Clinical Implications

Long-Term Success Post-Bariatric Surgery
For healthcare professionals, the study by Silva et al. serves as a reminder of the critical need for a comprehensive approach to post-operative care. The importance of multidisciplinary teams, including nutritionists, psychologists, and physical therapists, becomes apparent, as the maintenance of weight loss necessitates more than just surgical intervention. It demonstrates the importance of behavioral modification, dietary adjustments, and regular physical activity as integral components of post-bariatric surgery care.

Additional Considerations and Future Research

Avenues for Improved Patient Outcomes
The study leaves room for future research, especially on the psychological and socio-economic factors impacting the long-term success of bariatric surgery patients. It also sheds light on potential improvements in surgical techniques and adjunctive therapies that may enhance the durability of weight loss and favorable body composition changes.


Evidence for a Multidisciplinary Post-Operative Approach
Silva et al.’s research elucidates the critical stages of body composition evolution in the obese population undergoing bariatric surgery, with significant implications for clinical practice and patient education. It stresses the necessity for ongoing, comprehensive post-surgical support to prevent weight regain and ensure sustained health improvement.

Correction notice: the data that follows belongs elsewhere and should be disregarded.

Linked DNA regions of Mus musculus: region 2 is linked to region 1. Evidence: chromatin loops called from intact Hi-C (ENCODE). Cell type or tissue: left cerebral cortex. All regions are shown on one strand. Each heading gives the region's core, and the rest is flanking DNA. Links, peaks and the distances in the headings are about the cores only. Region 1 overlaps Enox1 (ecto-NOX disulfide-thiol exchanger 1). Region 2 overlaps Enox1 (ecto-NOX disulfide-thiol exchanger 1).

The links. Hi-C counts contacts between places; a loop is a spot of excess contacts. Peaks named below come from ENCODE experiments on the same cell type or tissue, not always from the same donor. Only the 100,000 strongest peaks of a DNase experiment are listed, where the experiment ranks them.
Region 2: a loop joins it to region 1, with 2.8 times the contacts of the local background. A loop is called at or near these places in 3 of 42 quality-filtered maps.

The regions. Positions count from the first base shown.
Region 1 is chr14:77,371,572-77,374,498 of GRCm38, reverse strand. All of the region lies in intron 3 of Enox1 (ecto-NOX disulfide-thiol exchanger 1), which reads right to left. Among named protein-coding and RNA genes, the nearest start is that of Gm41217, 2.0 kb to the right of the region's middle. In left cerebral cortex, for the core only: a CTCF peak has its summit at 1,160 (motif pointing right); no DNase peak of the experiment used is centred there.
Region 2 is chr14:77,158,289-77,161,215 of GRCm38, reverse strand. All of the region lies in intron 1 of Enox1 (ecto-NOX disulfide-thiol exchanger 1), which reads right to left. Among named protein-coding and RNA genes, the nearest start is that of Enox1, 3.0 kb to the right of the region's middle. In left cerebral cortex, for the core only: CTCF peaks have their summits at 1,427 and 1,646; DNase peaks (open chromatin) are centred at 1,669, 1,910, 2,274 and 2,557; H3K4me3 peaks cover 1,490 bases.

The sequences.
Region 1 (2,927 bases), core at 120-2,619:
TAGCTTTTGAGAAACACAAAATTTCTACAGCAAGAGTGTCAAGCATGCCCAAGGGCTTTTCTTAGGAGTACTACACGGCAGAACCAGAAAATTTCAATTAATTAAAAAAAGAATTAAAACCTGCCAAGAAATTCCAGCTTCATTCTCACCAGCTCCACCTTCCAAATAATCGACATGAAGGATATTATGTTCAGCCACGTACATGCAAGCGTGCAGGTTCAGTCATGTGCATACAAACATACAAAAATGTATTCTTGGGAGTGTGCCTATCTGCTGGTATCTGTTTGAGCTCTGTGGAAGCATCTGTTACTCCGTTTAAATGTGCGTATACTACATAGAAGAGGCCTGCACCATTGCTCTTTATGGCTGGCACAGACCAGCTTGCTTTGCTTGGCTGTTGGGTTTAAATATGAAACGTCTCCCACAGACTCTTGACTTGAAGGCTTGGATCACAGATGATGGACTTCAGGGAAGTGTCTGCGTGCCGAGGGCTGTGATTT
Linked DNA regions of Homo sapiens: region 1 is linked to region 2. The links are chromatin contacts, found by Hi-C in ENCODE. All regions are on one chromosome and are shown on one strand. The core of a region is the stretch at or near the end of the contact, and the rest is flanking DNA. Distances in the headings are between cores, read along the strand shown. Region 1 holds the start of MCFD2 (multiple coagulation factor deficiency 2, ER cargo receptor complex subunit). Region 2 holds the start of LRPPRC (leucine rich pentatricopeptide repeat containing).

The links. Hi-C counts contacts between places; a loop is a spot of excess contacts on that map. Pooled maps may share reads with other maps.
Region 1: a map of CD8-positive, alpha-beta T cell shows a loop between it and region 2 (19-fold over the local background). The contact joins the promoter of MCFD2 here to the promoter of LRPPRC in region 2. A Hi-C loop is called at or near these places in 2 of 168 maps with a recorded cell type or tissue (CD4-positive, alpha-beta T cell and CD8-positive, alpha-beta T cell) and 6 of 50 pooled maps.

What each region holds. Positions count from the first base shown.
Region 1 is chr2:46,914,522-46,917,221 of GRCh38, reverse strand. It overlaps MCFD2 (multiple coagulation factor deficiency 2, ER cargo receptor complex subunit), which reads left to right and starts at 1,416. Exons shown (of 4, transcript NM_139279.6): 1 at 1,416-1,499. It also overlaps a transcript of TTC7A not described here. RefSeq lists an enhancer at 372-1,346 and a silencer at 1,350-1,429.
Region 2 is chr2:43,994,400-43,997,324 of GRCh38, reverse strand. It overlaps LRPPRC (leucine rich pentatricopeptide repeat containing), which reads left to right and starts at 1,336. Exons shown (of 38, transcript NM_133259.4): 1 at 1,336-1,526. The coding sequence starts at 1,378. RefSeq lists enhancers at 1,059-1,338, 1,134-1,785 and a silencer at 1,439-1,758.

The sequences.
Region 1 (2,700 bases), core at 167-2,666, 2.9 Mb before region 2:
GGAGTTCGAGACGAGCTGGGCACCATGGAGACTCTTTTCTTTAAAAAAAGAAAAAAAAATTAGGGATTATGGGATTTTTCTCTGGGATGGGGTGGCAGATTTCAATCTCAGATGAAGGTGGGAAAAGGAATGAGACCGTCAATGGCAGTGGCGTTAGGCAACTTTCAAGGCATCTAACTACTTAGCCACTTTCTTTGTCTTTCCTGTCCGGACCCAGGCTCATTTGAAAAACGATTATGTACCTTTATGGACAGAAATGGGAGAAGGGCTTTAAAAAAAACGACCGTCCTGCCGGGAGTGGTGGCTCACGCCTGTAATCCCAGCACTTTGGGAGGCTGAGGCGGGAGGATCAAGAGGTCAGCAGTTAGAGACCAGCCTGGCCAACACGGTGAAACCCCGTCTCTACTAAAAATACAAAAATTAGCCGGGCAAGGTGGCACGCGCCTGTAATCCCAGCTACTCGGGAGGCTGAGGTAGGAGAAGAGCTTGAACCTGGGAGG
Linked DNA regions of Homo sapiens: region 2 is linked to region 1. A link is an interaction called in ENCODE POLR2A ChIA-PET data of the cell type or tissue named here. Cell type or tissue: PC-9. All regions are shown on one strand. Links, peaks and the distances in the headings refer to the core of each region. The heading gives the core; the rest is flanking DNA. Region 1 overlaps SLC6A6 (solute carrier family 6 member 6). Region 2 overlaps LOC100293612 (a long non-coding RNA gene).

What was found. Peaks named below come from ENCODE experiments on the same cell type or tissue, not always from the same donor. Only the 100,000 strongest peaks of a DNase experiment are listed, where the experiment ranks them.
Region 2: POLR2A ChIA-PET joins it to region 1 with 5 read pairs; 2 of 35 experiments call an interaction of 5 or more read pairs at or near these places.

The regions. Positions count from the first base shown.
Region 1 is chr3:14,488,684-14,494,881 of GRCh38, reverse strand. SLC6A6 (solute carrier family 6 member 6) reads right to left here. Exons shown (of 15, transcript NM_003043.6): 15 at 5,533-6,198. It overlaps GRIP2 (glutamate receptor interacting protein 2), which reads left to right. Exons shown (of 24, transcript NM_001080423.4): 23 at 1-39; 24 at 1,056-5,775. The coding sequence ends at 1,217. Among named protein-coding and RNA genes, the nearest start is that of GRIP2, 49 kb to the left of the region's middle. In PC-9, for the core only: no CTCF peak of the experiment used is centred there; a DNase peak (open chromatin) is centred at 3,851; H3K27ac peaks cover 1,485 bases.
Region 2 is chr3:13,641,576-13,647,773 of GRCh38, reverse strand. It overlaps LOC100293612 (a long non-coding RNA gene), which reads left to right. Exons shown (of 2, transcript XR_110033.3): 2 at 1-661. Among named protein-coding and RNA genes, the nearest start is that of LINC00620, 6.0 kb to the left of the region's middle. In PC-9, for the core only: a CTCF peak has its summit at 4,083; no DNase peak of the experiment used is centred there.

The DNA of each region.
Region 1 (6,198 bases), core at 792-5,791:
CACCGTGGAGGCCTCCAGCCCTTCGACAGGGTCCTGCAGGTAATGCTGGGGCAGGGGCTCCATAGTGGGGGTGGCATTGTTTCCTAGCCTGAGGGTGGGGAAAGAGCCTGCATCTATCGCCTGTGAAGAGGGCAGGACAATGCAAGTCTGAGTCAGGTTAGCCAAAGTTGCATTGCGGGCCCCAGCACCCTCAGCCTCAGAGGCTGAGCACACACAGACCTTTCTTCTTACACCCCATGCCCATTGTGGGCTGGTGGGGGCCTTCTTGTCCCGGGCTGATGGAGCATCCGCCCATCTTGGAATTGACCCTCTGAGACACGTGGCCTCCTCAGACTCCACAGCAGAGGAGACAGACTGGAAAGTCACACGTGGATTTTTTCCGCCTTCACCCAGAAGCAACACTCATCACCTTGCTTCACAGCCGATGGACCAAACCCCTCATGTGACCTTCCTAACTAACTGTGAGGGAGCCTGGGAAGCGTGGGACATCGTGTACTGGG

1. Silva, L. B., Oliveira, B. M. P. M., & Correia, F. (2019). Evolution of body composition of obese patients undergoing bariatric surgery. Clinical Nutrition ESPEN, 31, 95–99.

2. Buchwald, H., Avidor, Y., Braunwald, E., et al. (2004). Bariatric surgery: a systematic review and meta-analysis. JAMA, 292(14), 1724-1737.

3. Maggard, M. A., Shugarman, L. R., Suttorp, M., et al. (2005). Meta-analysis: surgical treatment of obesity. Ann Intern Med, 142(7), 547-559.

4. O’Brien, P. E., Hindle, A., Brennan, L., et al. (2019). Long-term Outcomes After Bariatric Surgery: Fifteen-Year Follow-Up of Adjustable Gastric Banding and a Systematic Review of the Bariatric Surgical Literature. Ann Surg, 257(1), 87-94.

5. Sjöström, L., Peltonen, M., Jacobson, P., et al. (2012). Bariatric surgery and long-term cardiovascular events. JAMA, 307(1), 56-65.

This thorough review of the evolution of body composition following bariatric surgery offers invaluable insights for healthcare professionals and patients alike. It advocates for a multidimensional strategy in managing weight loss after bariatric procedures, emphasizing the critical role of integrative post-operative care. The meticulous analysis of Silva et al.’s study and related literature manifests the importance of a collaborative effort in addressing the obesity epidemic and enhancing the quality of life for individuals undergoing these transformative procedures.

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Last Update: February 2, 2024